GEORGE TOWN, MALAYSIA – Last weekend, a brand new show opened the 9th edition of the annual George Town Festival (GTF) in Penang, Malaysia. Titled Kelantan: A Living Heritage, the performance acted as a platform to showcase the many cultures and art forms that made up Malaysia, so named as the word ‘Kelantan’ refers to the ‘Cradle of Malay Culture’.
The performance began on a youthful note, with the youth ambassadors of GTF 2018 emceeing and starting off the show. Festival director Joe Sidek then took to the stand and delivered an opening address, speaking of how this was the 9th year to enjoy the festival, Penang food and everything around us, thanking the Penang state for the amazing support they’ve given the festival over the years. Deputy Chief Minister of Penang Ramasamy Palanisamy then spoke, citing how much of a pleasure it was to be here today to celebrate the arts in so many forms, with such a strong focus this year on showcasing the vibrancy of Penang culture and Malaysia. GTF 2018 is all about national pride, and he looked forward to experiencing the festivities throughout the month, and certainly has become one of the most important events in Penang.
Co-directed by Joe Sidek and experimental music specialist Kamal Sabran, Kelantan begins by introducing audiences to its central story of a father teaching his son about the many Kelantan art forms such as the traditional drum act rebana ubi, royal court dance Asyik, Northern dance-drama mak yong, traditional dance tari inai and shadow puppetry wayang kulit. Each of these were brought to life by performers as the father explained, in particular, with the wayang kulit performed by child prodigy Kamarul Baihaqi, as it told of a heroic story where good would triumph over evil spirits. There is something comforting and awe-inspiring about seeing these age old art forms brought to life on the big stage and celebrated, and it becomes crystal clear that they remain art forms that need to stay a key part of Malaysia’s heritage and future
New York-based dancer/choreographer Raziman Sarbini then came onstage, with a set of energetic dancers from the ASK Dance Company all in sync with each other, showing the hard work and time that has gone into rehearsals to ensure each performer is in tip-top condition and knows exactly what’s going to happen. In dance after all, it is always beautiful to see strong movements done well. It was clear to see how much concentration had gone into each performer in this high octane, high energy performance. Interestingly, there was almost a political slant to the dance as well, where whoever sat atop the “throne” would be leading the entire “army” of dancers. This combination of traditional meets modernity then suggests a possible direction some of the previous art forms might be able to take in future to ensure their continued survival, as they grow and develop from their ancient forms to take on new life to be incorporated into contemporary performance art, while still holding on to their cultural roots, mired in a practice of hard work and dedication to the craft.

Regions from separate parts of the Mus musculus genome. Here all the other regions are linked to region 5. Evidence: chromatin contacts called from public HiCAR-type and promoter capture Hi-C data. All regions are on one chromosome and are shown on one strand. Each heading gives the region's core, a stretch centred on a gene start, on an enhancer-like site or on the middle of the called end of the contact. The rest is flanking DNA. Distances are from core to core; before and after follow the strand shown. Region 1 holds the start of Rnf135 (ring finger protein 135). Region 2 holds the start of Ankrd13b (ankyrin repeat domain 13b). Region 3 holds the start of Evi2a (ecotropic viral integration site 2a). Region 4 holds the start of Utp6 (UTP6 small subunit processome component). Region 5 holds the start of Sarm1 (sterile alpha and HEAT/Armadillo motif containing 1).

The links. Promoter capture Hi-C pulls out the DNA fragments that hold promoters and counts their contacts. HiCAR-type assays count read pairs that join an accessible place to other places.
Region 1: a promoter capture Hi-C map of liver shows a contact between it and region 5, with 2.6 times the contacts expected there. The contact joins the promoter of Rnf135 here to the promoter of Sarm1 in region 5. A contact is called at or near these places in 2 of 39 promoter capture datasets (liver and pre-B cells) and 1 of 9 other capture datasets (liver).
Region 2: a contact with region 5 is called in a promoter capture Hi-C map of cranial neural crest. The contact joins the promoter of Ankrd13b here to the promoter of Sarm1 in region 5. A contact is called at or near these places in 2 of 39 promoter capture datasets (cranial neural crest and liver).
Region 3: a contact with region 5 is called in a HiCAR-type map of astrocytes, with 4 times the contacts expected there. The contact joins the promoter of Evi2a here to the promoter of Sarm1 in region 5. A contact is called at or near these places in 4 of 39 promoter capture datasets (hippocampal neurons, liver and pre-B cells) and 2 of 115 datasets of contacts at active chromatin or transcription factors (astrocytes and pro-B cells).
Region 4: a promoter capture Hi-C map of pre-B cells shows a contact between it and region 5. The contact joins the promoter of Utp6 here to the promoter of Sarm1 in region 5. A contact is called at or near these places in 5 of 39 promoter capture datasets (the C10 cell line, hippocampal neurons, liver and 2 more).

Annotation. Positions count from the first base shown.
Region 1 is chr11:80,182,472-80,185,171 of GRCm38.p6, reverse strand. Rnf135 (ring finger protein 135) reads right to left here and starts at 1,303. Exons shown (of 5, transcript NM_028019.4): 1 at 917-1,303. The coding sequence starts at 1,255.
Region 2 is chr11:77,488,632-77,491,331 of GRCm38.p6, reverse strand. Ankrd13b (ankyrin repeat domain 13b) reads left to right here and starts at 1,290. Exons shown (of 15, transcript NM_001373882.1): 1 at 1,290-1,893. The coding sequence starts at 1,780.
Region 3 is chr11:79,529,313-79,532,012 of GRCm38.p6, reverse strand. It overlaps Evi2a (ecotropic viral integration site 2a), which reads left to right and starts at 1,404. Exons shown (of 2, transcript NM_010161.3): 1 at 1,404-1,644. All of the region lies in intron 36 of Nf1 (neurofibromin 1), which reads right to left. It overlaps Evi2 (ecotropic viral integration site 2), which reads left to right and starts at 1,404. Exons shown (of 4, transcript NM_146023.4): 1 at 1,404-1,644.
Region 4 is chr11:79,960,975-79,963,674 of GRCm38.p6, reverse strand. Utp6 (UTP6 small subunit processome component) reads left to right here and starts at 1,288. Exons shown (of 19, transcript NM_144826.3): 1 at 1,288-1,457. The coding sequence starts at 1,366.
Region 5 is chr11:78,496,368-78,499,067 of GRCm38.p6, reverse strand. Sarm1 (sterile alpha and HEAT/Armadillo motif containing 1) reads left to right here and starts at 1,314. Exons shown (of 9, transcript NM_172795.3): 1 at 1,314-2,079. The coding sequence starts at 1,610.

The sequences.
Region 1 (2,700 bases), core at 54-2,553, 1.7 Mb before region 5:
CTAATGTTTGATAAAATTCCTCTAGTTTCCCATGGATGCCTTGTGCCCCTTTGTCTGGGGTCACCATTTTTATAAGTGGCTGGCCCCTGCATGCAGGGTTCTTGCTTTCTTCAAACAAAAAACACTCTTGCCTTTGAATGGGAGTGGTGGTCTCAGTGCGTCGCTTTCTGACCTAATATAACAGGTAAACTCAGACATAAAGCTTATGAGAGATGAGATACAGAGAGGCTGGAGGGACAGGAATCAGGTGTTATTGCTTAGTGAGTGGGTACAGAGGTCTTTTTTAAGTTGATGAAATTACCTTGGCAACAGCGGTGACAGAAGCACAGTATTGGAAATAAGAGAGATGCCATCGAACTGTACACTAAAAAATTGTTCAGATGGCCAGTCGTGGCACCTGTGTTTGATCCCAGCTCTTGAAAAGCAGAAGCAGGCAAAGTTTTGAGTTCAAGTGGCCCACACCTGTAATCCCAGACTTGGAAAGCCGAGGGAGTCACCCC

In the finale of Kelantan, the performers once again gather together onstage and let loose what sounded like a war cry, creating that vibrancy organisers were looking for in the festival. Performers in the front donned red and gold, the traditional colours of the Kelantan state, and Kelantan becomes a clear tribute to the state and Malaysian heritage, all of which were encompassed in this opening performance. By the end, the entire audience was clapping and evidently enjoying this moment together with one body and one spirit. A great opening for the 9th Georgetown Festival, Kelantan is a powerful, moving opening show that not only celebrates Malaysian heritage, but also the persistence of the human spirit itself.
Photo Credit: Vincent-fuji Film
The 2018 George Town Festival runs from 4th August to 2nd September around various locations in George Town, Penang. For full programme lineup and tickets, visit their website here